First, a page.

Philosophy (PHIL)

PHIL 10100 Introduction to Philosophy (LA)

Introduction to philosophy that focuses on perennial philosophical problems, such as the relation of the mind to the body, the possibility of truth and objectivity, the purpose of human life, and the existence of God, utilizing classical, modern, or contemporary works. (F-S,Y)
Attributes: 1, HM, HU, LMSP, TIDE, TMBS
3 Credits

PHIL 10200 Introduction to Philosophy: Greek Foundations (LA)

Introduction to philosophy through the study of Greek thought as the foundation of the Western philosophical tradition. Covers the pre-Socratics, Plato, and Aristotle. (IRR)
Attributes: CSA, HM, HU, TIII
3 Credits

PHIL 15100 Reasoning (LA)

An introduction to the techniques of organized thinking. The course focuses on three areas: (1) the analysis and evaluation of passages that contain reasoning; (2) the fundamentals of logic; and (3) problem solving by deduction. The first two areas serve to increase the student's comprehension of argumentative discourse. The third involves the marshaling of facts and data to arrive at conclusions. (F-S,Y)
Attributes: 2B, HU, LMSP
3 Credits

PHIL 17500-17505 Selected Topics in Philosophy (LA)

Topics to be determined according to teacher and student interest. (IRR)
Attributes: 1, HU
3 Credits

PHIL 20100 Plato and Aristotle (LA)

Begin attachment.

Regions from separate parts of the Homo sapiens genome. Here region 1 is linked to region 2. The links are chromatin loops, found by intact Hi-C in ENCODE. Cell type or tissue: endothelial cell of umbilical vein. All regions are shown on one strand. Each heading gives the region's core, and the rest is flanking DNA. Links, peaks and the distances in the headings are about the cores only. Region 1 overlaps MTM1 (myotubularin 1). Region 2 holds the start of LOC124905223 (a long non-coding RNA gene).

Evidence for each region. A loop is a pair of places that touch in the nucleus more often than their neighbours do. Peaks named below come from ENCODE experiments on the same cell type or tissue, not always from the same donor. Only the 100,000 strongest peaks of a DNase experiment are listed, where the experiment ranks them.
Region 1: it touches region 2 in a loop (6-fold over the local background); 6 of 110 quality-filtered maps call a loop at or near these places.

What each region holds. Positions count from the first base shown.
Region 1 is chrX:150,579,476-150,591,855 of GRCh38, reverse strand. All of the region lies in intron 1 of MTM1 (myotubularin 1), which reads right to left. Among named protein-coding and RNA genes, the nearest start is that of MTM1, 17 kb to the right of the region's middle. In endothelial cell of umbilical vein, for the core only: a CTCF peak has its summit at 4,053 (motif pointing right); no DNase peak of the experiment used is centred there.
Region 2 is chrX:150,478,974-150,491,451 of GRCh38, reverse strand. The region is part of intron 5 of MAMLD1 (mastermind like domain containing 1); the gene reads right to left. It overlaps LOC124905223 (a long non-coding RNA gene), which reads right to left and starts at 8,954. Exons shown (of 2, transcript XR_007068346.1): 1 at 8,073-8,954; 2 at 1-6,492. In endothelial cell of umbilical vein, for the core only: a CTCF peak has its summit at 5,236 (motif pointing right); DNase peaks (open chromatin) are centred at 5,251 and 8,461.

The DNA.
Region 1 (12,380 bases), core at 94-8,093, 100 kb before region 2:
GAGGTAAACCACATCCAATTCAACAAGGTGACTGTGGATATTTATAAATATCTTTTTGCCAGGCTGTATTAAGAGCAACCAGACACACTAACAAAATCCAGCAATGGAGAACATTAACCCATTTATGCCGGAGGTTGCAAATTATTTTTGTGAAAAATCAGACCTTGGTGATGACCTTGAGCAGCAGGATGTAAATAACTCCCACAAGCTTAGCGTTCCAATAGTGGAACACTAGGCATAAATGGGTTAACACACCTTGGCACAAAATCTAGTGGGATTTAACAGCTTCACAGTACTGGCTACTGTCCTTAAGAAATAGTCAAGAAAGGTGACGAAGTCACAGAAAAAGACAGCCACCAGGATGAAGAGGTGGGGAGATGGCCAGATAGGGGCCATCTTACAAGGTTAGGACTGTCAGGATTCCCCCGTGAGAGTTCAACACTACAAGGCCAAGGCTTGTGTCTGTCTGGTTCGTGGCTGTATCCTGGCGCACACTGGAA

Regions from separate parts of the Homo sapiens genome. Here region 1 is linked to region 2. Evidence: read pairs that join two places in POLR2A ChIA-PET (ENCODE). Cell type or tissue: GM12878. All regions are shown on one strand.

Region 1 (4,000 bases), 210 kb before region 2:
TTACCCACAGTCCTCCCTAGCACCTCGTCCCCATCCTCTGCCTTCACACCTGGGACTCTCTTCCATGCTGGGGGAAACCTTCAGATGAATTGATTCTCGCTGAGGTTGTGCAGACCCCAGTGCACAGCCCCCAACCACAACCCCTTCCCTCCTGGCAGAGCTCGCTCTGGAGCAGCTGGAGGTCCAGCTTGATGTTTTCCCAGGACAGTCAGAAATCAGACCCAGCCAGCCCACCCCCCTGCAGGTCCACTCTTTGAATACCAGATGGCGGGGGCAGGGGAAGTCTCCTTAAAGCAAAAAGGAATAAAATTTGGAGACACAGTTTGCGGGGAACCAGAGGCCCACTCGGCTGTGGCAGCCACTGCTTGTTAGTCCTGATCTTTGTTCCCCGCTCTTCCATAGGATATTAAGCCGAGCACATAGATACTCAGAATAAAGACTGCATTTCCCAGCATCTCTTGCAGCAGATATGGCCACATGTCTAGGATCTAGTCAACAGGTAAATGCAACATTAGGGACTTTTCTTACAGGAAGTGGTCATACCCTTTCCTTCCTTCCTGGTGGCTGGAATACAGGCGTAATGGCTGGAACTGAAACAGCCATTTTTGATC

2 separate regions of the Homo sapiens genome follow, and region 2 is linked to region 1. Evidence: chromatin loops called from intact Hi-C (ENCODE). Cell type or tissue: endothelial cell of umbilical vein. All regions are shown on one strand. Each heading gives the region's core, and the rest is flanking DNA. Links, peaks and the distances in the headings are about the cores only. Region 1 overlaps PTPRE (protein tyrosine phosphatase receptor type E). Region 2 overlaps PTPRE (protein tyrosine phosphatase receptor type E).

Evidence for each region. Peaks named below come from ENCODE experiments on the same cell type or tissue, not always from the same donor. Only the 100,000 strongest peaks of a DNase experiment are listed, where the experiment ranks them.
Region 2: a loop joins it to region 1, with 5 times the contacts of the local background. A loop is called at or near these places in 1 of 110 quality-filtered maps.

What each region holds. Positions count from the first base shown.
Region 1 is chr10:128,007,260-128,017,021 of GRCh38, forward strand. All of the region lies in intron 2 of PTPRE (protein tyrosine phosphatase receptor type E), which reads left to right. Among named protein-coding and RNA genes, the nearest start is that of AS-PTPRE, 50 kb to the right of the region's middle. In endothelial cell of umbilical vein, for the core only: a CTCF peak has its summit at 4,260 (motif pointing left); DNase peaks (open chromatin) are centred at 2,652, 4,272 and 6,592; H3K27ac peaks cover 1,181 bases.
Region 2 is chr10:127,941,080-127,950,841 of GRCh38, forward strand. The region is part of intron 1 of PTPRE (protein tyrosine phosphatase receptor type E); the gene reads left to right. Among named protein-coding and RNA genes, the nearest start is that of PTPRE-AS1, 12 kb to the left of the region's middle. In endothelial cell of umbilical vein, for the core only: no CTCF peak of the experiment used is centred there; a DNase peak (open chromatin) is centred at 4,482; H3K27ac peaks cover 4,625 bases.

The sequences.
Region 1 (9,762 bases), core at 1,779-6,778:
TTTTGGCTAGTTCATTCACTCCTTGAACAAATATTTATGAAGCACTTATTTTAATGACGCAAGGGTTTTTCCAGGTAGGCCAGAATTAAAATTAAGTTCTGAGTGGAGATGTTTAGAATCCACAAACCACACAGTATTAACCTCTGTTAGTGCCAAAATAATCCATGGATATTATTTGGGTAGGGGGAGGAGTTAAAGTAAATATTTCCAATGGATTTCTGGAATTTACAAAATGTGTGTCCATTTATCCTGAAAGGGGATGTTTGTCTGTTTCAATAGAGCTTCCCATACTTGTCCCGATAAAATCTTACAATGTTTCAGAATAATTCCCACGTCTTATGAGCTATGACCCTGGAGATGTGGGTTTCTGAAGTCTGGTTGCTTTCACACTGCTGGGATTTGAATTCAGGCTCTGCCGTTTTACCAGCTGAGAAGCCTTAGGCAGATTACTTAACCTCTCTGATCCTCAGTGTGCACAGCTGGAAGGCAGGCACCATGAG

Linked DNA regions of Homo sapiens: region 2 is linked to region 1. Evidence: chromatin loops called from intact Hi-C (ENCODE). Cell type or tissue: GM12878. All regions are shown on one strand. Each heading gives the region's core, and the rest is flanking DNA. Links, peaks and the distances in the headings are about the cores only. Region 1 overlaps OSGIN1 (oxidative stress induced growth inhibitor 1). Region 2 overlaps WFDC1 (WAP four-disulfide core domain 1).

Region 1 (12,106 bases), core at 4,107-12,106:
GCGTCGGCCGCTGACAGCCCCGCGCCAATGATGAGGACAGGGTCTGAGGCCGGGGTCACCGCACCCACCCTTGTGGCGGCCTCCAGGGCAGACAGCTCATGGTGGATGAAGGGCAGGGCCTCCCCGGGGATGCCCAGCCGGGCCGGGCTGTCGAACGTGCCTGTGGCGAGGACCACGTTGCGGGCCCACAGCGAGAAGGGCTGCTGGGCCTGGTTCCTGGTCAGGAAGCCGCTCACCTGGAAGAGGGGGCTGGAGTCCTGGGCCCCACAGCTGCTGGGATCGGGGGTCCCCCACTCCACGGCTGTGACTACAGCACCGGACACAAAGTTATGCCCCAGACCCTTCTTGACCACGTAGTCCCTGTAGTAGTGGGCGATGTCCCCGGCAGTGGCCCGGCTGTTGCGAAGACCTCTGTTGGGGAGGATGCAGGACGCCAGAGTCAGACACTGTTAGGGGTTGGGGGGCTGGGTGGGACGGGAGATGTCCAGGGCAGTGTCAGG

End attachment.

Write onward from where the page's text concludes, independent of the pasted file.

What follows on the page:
Study of selected texts and ideas of the founders of classical Western philosophy. Texts include selected dialogues of Plato and selections from Aristotle's writings, including the "Metaphysics" and "Nichomachean Ethics." Prerequisites: Sophomore standing, or permission of instructor. (IRR)
Attributes: CSA, HU
3 Credits

PHIL 20300 Introduction to Logic (LA)

Covers the traditional logic of the syllogism and the logic of truth functions. Prerequisites: Sophomore standing and passing score on QL readiness exam. (F-S,Y)
Attributes: 2B, ESTS, HM, LMSP, NS, QL, TWOS
3 Credits

PHIL 20400 Choosing Wisely: An Introduction to Raional Choice (LA)

An introduction to rational choice theory, a theory that proposes rules that prescribe how individuals ought to behave so as to best satisfy their preferences. Special attention is paid to representing preferences numerically and using that formal representation to determine which action among a set of possible actions should be chosen. Applications include uses of probability and decision theory in epistemology, the philosophy of religion, and ethics. Some applications outside of philosophy are discussed as well, including economics, voting theory, and biology. General topics covered include probability, decision theory, game theory, and social choice. Prerequisites: Sophomore standing. (F-S,Y)